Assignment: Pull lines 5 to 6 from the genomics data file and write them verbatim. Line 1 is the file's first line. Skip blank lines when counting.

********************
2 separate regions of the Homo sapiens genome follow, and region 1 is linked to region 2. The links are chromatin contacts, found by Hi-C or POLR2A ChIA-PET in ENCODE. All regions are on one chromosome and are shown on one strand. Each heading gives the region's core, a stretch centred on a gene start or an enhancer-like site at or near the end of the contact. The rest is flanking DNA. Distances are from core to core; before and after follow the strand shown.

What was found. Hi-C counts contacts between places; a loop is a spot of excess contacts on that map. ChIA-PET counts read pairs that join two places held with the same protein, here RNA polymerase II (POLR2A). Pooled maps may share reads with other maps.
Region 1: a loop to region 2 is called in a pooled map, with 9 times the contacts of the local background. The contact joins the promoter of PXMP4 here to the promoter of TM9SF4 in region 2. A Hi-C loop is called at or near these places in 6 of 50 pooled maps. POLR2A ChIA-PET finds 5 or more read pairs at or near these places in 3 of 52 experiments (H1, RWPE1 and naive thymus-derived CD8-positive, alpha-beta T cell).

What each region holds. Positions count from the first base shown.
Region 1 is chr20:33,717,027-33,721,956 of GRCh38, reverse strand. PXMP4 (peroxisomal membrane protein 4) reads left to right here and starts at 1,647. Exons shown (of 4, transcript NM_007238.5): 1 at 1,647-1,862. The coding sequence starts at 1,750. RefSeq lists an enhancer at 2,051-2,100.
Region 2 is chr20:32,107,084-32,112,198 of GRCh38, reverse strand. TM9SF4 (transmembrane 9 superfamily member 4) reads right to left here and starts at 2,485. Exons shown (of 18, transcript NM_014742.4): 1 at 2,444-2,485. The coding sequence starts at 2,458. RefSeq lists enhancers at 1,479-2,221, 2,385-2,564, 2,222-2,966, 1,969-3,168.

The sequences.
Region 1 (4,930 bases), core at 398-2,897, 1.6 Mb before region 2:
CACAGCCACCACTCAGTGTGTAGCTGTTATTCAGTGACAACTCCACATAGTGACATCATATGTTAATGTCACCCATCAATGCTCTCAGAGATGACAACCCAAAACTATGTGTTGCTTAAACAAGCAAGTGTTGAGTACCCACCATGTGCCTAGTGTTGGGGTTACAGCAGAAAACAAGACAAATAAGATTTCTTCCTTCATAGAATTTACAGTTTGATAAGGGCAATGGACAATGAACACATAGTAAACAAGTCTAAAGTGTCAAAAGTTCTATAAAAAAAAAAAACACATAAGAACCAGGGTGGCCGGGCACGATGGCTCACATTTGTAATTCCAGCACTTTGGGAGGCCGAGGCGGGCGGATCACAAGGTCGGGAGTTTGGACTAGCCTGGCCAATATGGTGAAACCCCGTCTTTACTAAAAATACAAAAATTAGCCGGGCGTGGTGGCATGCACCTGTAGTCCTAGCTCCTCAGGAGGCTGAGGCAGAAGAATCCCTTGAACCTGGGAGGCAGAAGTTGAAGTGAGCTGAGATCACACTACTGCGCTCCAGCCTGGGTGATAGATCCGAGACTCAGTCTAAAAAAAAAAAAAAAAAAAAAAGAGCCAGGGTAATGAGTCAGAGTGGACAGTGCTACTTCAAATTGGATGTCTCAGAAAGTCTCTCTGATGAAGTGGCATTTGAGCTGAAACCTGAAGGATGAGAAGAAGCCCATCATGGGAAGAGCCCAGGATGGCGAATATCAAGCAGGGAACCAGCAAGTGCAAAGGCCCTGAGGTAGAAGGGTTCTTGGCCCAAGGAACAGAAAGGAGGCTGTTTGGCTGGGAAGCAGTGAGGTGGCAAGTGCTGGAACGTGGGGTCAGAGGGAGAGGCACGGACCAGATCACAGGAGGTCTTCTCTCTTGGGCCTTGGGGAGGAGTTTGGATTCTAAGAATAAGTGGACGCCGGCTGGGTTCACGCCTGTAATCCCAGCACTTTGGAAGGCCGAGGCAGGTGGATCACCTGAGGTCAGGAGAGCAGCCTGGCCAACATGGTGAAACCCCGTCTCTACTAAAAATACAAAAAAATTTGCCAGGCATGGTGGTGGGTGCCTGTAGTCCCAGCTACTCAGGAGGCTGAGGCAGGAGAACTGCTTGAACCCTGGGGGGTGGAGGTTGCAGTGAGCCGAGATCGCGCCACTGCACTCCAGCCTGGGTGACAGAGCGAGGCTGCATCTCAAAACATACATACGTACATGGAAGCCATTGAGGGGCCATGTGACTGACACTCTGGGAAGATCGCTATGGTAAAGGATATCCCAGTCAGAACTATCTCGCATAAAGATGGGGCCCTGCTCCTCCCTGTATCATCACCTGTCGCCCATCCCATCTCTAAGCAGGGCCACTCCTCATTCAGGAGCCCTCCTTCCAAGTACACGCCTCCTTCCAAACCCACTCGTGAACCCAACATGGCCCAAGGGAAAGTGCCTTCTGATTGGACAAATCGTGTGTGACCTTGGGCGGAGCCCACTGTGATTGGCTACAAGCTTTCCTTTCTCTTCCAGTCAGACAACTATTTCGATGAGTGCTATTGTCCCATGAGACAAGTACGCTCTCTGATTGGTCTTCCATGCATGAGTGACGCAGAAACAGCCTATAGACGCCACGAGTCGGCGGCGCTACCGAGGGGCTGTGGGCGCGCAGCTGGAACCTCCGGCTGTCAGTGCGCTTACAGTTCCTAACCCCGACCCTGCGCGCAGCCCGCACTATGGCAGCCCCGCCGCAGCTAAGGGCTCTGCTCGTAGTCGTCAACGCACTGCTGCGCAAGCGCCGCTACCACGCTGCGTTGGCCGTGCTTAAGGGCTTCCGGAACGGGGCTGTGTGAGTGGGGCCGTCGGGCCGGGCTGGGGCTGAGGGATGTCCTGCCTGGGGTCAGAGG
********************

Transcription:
Region 1 is chr20:33,717,027-33,721,956 of GRCh38, reverse strand. PXMP4 (peroxisomal membrane protein 4) reads left to right here and starts at 1,647. Exons shown (of 4, transcript NM_007238.5): 1 at 1,647-1,862. The coding sequence starts at 1,750. RefSeq lists an enhancer at 2,051-2,100.
Region 2 is chr20:32,107,084-32,112,198 of GRCh38, reverse strand. TM9SF4 (transmembrane 9 superfamily member 4) reads right to left here and starts at 2,485. Exons shown (of 18, transcript NM_014742.4): 1 at 2,444-2,485. The coding sequence starts at 2,458. RefSeq lists enhancers at 1,479-2,221, 2,385-2,564, 2,222-2,966, 1,969-3,168.